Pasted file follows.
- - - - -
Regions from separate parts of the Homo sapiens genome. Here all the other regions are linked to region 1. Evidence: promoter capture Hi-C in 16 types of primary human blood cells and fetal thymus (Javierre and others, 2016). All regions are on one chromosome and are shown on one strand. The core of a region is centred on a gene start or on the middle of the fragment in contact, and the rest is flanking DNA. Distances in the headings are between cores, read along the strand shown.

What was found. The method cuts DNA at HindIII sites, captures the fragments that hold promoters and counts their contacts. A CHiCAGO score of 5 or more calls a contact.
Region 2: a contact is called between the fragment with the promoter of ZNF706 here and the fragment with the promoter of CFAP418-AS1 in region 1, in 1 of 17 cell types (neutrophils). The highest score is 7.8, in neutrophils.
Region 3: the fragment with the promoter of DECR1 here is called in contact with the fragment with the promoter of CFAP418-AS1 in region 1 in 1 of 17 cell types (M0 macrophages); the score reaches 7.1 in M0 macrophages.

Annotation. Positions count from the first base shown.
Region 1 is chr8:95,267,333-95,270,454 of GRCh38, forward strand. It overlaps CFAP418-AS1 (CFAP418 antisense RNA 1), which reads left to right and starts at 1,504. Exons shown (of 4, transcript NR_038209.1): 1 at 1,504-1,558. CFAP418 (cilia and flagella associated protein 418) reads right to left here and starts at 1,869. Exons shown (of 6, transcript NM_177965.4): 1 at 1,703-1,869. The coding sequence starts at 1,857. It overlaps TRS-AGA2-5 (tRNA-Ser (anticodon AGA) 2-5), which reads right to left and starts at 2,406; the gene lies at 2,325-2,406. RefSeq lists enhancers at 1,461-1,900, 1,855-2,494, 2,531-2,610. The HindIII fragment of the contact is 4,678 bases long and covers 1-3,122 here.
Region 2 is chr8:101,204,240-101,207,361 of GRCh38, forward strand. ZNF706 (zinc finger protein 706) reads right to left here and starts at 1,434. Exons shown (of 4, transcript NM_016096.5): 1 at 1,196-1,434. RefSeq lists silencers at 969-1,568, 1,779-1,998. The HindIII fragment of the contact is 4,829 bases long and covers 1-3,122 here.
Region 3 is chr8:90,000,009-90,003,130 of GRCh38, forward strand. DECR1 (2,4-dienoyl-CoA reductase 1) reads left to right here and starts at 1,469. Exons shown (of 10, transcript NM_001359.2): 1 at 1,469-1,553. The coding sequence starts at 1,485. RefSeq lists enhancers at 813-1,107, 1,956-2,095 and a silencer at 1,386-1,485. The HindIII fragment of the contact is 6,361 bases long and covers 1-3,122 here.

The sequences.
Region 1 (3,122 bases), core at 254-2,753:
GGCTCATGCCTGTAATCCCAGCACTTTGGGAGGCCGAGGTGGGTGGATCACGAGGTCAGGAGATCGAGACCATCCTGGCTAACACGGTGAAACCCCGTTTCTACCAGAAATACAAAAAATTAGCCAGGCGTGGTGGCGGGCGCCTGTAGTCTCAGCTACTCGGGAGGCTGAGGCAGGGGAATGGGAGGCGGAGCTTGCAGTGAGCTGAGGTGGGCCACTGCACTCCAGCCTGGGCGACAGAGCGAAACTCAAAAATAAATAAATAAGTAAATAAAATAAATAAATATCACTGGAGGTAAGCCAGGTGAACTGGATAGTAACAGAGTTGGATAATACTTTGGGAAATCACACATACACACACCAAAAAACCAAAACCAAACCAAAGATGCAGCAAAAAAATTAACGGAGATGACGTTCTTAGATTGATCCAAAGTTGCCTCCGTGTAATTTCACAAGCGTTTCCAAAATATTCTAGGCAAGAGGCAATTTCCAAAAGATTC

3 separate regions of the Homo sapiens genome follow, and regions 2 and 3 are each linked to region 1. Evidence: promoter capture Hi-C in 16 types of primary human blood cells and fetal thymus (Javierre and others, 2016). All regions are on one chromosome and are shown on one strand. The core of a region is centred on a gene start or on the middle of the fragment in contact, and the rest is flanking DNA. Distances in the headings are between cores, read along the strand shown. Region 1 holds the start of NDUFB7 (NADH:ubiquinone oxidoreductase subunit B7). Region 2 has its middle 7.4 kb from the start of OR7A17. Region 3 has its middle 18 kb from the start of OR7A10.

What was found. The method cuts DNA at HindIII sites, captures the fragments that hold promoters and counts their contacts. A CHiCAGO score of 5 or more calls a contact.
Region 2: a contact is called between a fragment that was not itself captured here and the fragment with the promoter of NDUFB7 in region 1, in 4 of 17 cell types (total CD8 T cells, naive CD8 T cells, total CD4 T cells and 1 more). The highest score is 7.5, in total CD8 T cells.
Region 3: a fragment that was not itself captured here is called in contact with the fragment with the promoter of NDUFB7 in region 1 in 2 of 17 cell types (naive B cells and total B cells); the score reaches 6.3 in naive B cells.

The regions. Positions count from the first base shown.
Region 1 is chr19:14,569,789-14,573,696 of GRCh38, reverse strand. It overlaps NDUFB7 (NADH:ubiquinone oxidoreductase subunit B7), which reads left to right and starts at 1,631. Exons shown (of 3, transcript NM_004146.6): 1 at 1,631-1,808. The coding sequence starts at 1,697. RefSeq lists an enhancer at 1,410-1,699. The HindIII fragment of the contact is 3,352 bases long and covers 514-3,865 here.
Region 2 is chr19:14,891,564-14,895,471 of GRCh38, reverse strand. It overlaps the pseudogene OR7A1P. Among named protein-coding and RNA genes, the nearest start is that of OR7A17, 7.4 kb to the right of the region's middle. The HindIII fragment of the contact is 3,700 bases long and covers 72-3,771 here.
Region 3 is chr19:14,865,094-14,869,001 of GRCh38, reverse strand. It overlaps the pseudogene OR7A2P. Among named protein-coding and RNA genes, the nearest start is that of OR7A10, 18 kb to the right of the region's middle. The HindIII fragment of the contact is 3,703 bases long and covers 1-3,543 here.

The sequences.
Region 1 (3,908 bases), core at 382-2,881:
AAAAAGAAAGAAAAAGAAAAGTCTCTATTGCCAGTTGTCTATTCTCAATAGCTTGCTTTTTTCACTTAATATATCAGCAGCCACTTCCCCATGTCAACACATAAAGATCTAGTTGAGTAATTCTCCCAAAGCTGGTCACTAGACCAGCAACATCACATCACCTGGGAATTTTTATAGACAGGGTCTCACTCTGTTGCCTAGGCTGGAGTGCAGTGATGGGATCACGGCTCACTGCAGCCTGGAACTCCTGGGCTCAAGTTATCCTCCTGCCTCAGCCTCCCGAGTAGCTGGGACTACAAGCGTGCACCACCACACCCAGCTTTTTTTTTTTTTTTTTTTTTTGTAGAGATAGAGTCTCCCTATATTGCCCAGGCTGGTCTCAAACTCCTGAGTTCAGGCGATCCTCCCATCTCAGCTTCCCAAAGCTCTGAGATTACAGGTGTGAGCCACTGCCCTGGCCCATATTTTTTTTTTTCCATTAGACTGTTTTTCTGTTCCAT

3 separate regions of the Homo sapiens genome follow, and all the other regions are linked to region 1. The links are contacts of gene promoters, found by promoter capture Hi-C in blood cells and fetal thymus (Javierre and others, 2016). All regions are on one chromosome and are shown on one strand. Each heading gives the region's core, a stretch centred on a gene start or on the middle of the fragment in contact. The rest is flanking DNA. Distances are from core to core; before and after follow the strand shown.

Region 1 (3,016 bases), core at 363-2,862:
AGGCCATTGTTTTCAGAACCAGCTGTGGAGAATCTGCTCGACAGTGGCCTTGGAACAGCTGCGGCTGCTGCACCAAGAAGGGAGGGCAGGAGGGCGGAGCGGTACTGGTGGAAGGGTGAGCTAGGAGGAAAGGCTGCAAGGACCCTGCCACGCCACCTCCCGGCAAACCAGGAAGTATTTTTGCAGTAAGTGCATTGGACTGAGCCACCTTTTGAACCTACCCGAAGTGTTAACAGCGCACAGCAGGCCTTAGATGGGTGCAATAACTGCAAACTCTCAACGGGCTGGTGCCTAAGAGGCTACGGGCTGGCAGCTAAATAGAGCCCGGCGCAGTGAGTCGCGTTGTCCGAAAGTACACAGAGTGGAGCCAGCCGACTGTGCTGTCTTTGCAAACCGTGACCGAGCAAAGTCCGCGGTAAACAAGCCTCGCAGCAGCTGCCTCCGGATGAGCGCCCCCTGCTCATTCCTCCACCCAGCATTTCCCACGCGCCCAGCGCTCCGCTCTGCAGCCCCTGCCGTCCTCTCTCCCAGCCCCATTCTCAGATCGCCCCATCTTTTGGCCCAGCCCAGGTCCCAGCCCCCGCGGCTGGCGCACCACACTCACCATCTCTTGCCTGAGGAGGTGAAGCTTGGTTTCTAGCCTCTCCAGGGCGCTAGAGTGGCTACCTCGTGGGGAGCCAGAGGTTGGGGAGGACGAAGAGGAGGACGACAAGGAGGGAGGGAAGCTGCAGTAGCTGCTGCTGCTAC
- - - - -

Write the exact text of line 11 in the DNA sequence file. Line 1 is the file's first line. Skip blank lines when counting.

GGCTCATGCCTGTAATCCCAGCACTTTGGGAGGCCGAGGTGGGTGGATCACGAGGTCAGGAGATCGAGACCATCCTGGCTAACACGGTGAAACCCCGTTTCTACCAGAAATACAAAAAATTAGCCAGGCGTGGTGGCGGGCGCCTGTAGTCTCAGCTACTCGGGAGGCTGAGGCAGGGGAATGGGAGGCGGAGCTTGCAGTGAGCTGAGGTGGGCCACTGCACTCCAGCCTGGGCGACAGAGCGAAACTCAAAAATAAATAAATAAGTAAATAAAATAAATAAATATCACTGGAGGTAAGCCAGGTGAACTGGATAGTAACAGAGTTGGATAATACTTTGGGAAATCACACATACACACACCAAAAAACCAAAACCAAACCAAAGATGCAGCAAAAAAATTAACGGAGATGACGTTCTTAGATTGATCCAAAGTTGCCTCCGTGTAATTTCACAAGCGTTTCCAAAATATTCTAGGCAAGAGGCAATTTCCAAAAGATTC